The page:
It is simple enough: press record and you can easily share your internal video conference call, re-watch it later, or forget it and move on. You move on until you receive a discovery request or a subpoena for information if the company is sued. Now, your internal video call is discoverable and may be seen by those outside your intended viewership.
This is the first quarterly blog post identifying U.S. drone law developments of interest in the legislative, executive and judicial branches, on both the federal and state levels.
On Feb. 10, 2020, the U.S. House of Representatives passed the Protecting Critical Infrastructure Against Drones and Emerging Threats Act (H.R. 4432). The act would require the Department of Homeland Security (DHS) to establish a mechanism to report unauthorized unmanned aerial systems (UAS) activity over critical infrastructure facilities, and then use that information to develop a threat assessment regarding UAS. The U.S. Senate has referred H.R. 4432 to the Committee on Homeland Security and Governmental Affairs.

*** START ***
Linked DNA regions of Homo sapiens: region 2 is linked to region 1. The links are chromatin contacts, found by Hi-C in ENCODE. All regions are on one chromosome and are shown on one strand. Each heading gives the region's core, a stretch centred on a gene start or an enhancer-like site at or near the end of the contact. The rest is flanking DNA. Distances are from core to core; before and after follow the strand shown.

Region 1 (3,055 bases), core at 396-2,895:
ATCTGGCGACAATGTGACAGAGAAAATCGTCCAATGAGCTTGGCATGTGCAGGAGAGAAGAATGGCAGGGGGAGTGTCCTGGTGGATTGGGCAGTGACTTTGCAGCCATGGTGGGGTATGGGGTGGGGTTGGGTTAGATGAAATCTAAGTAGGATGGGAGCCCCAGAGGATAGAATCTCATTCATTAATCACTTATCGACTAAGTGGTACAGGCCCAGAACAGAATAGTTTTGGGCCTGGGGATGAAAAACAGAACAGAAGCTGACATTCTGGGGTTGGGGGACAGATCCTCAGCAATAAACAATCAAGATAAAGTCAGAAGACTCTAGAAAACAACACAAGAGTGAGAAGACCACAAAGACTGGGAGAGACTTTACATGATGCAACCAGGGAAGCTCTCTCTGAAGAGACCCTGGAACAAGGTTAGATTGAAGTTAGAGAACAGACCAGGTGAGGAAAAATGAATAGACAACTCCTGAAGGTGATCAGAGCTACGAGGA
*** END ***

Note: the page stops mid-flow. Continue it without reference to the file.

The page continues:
Companies doing business in Illinois are keenly aware of the recent flood of lawsuits alleging violations of the Illinois Biometric Information Privacy Act (BIPA). They know that BIPA lawsuits can be costly to defend. And they understand that if they are found to have mishandled the retention, collection, disclosure or destruction of biometric information, they could face substantial exposure.
Not surprisingly, the first question most companies ask when they learn about a new BIPA lawsuit is: Do we have coverage for that? To answer that question, companies will want to closely review the recent Illinois Appellate Court decision in West Bend Mutual Insurance Co. v. Krishna Schaumburg Tan, Inc., 2020 IL App (1st) 191834. According to that ruling, they might have coverage.